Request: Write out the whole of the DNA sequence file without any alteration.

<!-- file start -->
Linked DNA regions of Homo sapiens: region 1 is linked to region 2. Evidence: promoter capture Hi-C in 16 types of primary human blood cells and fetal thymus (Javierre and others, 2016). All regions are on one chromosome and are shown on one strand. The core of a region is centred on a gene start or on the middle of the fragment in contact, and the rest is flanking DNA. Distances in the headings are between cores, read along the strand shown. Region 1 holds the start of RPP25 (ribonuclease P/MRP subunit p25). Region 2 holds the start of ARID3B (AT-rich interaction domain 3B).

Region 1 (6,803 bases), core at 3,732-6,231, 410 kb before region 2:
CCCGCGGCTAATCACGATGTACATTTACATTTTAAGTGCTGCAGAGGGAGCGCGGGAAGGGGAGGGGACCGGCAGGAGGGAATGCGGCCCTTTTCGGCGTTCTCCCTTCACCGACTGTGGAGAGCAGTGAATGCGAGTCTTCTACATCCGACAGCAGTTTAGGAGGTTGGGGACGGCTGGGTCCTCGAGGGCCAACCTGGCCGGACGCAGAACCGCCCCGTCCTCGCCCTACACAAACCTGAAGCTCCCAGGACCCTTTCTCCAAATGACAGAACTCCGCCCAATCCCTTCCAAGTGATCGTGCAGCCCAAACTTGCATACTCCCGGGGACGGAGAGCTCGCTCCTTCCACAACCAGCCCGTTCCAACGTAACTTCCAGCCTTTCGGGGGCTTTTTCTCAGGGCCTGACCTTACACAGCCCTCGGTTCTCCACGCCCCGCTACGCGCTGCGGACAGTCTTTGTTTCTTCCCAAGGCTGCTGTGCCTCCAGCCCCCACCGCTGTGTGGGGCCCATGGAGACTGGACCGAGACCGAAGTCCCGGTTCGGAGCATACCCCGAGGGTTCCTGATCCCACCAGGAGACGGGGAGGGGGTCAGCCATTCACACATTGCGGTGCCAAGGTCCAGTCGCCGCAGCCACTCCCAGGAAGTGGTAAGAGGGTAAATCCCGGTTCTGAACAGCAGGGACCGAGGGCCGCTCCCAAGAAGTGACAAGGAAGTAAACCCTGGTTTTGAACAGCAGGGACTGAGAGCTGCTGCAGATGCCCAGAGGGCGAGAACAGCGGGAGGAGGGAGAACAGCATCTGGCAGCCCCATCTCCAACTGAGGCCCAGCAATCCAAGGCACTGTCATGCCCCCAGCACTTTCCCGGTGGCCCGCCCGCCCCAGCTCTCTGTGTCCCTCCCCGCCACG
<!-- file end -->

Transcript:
Linked DNA regions of Homo sapiens: region 1 is linked to region 2. Evidence: promoter capture Hi-C in 16 types of primary human blood cells and fetal thymus (Javierre and others, 2016). All regions are on one chromosome and are shown on one strand. The core of a region is centred on a gene start or on the middle of the fragment in contact, and the rest is flanking DNA. Distances in the headings are between cores, read along the strand shown. Region 1 holds the start of RPP25 (ribonuclease P/MRP subunit p25). Region 2 holds the start of ARID3B (AT-rich interaction domain 3B).

Region 1 (6,803 bases), core at 3,732-6,231, 410 kb before region 2:
CCCGCGGCTAATCACGATGTACATTTACATTTTAAGTGCTGCAGAGGGAGCGCGGGAAGGGGAGGGGACCGGCAGGAGGGAATGCGGCCCTTTTCGGCGTTCTCCCTTCACCGACTGTGGAGAGCAGTGAATGCGAGTCTTCTACATCCGACAGCAGTTTAGGAGGTTGGGGACGGCTGGGTCCTCGAGGGCCAACCTGGCCGGACGCAGAACCGCCCCGTCCTCGCCCTACACAAACCTGAAGCTCCCAGGACCCTTTCTCCAAATGACAGAACTCCGCCCAATCCCTTCCAAGTGATCGTGCAGCCCAAACTTGCATACTCCCGGGGACGGAGAGCTCGCTCCTTCCACAACCAGCCCGTTCCAACGTAACTTCCAGCCTTTCGGGGGCTTTTTCTCAGGGCCTGACCTTACACAGCCCTCGGTTCTCCACGCCCCGCTACGCGCTGCGGACAGTCTTTGTTTCTTCCCAAGGCTGCTGTGCCTCCAGCCCCCACCGCTGTGTGGGGCCCATGGAGACTGGACCGAGACCGAAGTCCCGGTTCGGAGCATACCCCGAGGGTTCCTGATCCCACCAGGAGACGGGGAGGGGGTCAGCCATTCACACATTGCGGTGCCAAGGTCCAGTCGCCGCAGCCACTCCCAGGAAGTGGTAAGAGGGTAAATCCCGGTTCTGAACAGCAGGGACCGAGGGCCGCTCCCAAGAAGTGACAAGGAAGTAAACCCTGGTTTTGAACAGCAGGGACTGAGAGCTGCTGCAGATGCCCAGAGGGCGAGAACAGCGGGAGGAGGGAGAACAGCATCTGGCAGCCCCATCTCCAACTGAGGCCCAGCAATCCAAGGCACTGTCATGCCCCCAGCACTTTCCCGGTGGCCCGCCCGCCCCAGCTCTCTGTGTCCCTCCCCGCCACG